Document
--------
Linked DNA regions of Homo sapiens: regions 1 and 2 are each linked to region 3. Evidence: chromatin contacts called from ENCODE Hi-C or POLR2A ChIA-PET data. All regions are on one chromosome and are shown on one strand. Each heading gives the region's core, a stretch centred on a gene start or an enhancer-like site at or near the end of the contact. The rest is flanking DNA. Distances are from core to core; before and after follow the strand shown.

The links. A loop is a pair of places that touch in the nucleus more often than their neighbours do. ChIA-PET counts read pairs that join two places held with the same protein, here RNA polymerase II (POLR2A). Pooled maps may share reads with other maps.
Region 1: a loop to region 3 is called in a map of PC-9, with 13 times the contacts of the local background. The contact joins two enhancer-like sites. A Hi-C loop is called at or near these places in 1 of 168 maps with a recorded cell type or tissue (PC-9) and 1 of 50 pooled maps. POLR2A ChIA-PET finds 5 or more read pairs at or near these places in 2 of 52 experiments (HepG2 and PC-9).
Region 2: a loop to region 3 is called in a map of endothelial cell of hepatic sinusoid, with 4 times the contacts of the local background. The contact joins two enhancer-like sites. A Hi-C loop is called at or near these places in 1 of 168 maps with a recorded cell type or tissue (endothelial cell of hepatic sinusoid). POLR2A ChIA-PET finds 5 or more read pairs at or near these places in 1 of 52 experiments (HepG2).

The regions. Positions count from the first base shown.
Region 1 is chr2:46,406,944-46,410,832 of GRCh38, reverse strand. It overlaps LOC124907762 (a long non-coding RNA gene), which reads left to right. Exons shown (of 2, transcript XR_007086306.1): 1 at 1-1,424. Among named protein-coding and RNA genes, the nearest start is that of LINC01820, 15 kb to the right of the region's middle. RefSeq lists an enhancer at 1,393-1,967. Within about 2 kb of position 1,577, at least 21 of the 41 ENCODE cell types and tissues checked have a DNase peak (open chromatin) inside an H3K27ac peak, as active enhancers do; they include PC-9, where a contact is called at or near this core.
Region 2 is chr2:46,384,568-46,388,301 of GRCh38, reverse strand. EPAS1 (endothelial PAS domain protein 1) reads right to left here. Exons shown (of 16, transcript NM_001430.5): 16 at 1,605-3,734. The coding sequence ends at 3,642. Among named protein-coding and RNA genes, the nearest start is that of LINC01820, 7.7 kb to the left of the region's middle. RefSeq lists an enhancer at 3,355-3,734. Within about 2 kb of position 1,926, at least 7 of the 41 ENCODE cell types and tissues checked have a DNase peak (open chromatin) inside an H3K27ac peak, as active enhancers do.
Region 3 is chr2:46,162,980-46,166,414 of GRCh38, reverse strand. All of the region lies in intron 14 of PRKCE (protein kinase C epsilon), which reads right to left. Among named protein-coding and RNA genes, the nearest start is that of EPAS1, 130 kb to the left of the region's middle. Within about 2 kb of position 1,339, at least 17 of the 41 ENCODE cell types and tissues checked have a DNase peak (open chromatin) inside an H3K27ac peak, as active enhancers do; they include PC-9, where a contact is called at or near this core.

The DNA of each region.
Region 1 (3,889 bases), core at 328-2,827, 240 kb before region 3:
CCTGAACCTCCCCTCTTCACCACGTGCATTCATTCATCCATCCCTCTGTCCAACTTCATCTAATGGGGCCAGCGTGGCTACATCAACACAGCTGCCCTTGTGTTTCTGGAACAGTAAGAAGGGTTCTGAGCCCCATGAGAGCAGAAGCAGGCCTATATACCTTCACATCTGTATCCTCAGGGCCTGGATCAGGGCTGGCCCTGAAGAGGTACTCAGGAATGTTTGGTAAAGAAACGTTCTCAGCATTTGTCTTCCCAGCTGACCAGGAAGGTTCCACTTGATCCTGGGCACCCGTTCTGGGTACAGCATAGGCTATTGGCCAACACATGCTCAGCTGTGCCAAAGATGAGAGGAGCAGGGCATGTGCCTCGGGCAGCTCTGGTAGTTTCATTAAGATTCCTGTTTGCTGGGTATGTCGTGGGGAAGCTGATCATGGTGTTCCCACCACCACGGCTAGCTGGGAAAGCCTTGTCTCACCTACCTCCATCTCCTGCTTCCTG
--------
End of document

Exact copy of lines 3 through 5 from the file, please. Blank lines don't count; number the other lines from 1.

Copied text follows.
Region 1: a loop to region 3 is called in a map of PC-9, with 13 times the contacts of the local background. The contact joins two enhancer-like sites. A Hi-C loop is called at or near these places in 1 of 168 maps with a recorded cell type or tissue (PC-9) and 1 of 50 pooled maps. POLR2A ChIA-PET finds 5 or more read pairs at or near these places in 2 of 52 experiments (HepG2 and PC-9).
Region 2: a loop to region 3 is called in a map of endothelial cell of hepatic sinusoid, with 4 times the contacts of the local background. The contact joins two enhancer-like sites. A Hi-C loop is called at or near these places in 1 of 168 maps with a recorded cell type or tissue (endothelial cell of hepatic sinusoid). POLR2A ChIA-PET finds 5 or more read pairs at or near these places in 1 of 52 experiments (HepG2).

The regions. Positions count from the first base shown.